The comparison to the Radeon RX 6900 XT is fascinating, however. The AMD card is $200 cheaper but wins in most head-to-head gaming matchups. Even with the processor difference in my testing, you can expect the RX 6900 XT to be up by a few fps in most games. It was already neck and neck with the RTX 3090, giving it a narrow but complete edge over the RTX 3080 Ti in this matchup. It is a more power-hungry card, though, at 300 watts.
Of course, ray tracing is the primary weakness of the Radeon RX 6900 XT. The company is just now beginning to make some headway on its answer to DLSS, known as the FidelityFX Super Resolution. Nvidia has a few years of development over AMD in both ray tracing and A.I., making the RTX 3080 Ti the obvious choice over the RX 6900 XT if you’ve been wanting to dip your toe into ray tracing.
I don’t have comparative data for it, but I also tested out Cyberpunk 2077. No other game relies on ray tracing so heavily to produce its incredible visuals. At Ultra settings and with ray tracing cranked up, the frame rate slowed down considerably. As has been demonstrated many times, even the RTX 3090 can’t always steadily handle this game at 60-plus fps — at least not without reducing image quality with the higher settings of DLSS.
Compared to AMD graphics cards, though, the RTX 3080 Ti is a ray tracing machine. It’s also a more effective part for content creation and 3D modeling. The RTX 3080 was already a better option than AMD’s best, and the RTX 3080 Ti only extends that lead. It was faster in two of the three Blender benchmarks I ran, sometimes by as much as 49%.
It was also a much more capable video editing card, providing a 29% better GPU score in the PugetBench Adobe Premiere benchmark. That means smoother playback and faster exports.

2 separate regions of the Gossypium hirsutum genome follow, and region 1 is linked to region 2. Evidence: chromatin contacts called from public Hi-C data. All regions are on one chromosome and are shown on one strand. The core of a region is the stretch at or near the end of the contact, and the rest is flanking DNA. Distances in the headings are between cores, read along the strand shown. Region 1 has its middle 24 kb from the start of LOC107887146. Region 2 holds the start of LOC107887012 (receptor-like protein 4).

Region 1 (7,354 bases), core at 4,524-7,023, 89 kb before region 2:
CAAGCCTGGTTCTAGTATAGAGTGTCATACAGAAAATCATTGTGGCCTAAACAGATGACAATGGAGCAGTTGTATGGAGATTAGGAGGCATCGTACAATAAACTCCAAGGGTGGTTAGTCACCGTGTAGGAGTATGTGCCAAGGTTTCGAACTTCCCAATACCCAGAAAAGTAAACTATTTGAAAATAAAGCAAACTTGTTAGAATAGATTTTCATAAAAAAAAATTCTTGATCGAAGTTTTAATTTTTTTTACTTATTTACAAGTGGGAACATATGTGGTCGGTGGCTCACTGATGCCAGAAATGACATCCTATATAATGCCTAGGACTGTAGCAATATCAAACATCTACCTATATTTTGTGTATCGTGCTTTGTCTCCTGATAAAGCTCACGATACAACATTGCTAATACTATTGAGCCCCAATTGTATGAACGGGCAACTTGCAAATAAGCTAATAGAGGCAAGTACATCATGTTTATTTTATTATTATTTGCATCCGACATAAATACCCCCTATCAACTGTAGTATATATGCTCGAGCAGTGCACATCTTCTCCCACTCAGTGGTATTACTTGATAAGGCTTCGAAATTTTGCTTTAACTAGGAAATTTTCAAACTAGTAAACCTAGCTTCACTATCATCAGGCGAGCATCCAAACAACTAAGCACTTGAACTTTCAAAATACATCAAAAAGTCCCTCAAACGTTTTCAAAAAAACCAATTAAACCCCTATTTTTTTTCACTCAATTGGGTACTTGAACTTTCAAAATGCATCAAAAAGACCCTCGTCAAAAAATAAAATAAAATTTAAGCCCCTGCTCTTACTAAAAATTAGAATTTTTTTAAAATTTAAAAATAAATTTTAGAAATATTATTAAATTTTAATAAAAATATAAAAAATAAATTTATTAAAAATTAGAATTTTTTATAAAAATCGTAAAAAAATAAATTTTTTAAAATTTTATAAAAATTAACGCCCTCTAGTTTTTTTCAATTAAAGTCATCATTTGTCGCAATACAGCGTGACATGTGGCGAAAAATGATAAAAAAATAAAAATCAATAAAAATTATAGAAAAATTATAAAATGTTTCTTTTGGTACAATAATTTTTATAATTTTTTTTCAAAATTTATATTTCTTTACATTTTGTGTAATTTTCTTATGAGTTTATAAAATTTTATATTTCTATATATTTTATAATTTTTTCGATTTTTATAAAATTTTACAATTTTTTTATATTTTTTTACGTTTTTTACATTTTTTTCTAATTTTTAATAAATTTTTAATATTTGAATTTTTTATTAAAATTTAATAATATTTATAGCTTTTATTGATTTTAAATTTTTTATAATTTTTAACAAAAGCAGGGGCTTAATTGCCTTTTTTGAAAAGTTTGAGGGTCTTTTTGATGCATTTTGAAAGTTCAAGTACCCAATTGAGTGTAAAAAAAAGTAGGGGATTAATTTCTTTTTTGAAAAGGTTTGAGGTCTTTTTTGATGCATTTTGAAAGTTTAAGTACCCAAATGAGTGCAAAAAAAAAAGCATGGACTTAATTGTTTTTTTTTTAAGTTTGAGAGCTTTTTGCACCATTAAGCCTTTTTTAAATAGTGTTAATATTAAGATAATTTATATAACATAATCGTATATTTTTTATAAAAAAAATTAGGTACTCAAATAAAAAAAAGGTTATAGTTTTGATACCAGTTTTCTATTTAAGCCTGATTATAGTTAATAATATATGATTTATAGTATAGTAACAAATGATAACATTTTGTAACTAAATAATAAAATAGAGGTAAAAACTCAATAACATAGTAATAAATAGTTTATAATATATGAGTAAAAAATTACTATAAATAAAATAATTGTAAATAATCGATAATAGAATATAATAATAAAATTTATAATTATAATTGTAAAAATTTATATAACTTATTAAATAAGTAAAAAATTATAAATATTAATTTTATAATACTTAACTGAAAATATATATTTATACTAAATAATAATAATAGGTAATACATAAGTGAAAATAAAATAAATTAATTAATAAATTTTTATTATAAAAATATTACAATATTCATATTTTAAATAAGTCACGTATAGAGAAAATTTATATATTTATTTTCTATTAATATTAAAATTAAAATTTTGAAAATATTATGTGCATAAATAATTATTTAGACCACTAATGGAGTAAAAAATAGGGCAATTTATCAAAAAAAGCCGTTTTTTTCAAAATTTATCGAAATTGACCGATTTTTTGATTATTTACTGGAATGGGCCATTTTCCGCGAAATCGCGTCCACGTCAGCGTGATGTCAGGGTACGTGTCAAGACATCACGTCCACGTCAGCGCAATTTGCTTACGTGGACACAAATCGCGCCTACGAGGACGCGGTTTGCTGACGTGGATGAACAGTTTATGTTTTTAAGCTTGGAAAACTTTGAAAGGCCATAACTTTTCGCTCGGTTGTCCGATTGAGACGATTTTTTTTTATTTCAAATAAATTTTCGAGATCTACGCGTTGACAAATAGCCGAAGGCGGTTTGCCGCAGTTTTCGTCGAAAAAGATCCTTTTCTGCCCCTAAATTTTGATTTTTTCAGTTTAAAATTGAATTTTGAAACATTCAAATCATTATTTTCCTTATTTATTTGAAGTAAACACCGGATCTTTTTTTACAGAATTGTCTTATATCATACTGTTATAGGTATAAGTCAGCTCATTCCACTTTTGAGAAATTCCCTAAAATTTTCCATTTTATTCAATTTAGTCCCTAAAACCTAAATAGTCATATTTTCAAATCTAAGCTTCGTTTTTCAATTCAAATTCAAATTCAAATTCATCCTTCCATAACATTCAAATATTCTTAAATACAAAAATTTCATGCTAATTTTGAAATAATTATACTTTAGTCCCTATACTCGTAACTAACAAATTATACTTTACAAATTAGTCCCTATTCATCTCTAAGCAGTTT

A $1,200 price tag for a graphics card is ungodly. It’s way too much money to spend on a single component in your system. And yet people continue to do it — and for cards far more meager than the RTX 3080 Ti. With that in mind, the proposition of buying a card as powerful as the RTX 3080 Ti doesn’t seem quite so crazy.
That doesn’t make Nvidia’s pricing any less dubious. It’s $500 more than the RTX 3080, but doesn’t provide anywhere near that much performance difference. At retail price, that makes the RTX 3080 the better option for most gamers.
But we all know that in practical terms, the retail price doesn’t currently matter all that much. Most gamers will be content to buy whatever is available — and judging overpriced graphics cards against each other on ebay isn’t an easy task.
Of course, someday, the GPU supply issue will lapse, and prices may normalize. But based on the timelines these companies have provided, we may have moved on to the next generation of graphics cards by then.
Until then, it’s the Wild West out there. The RTX 3080 Ti doesn’t change that grim situation by much, but having another fantastically powerful graphics card on the market can’t hurt.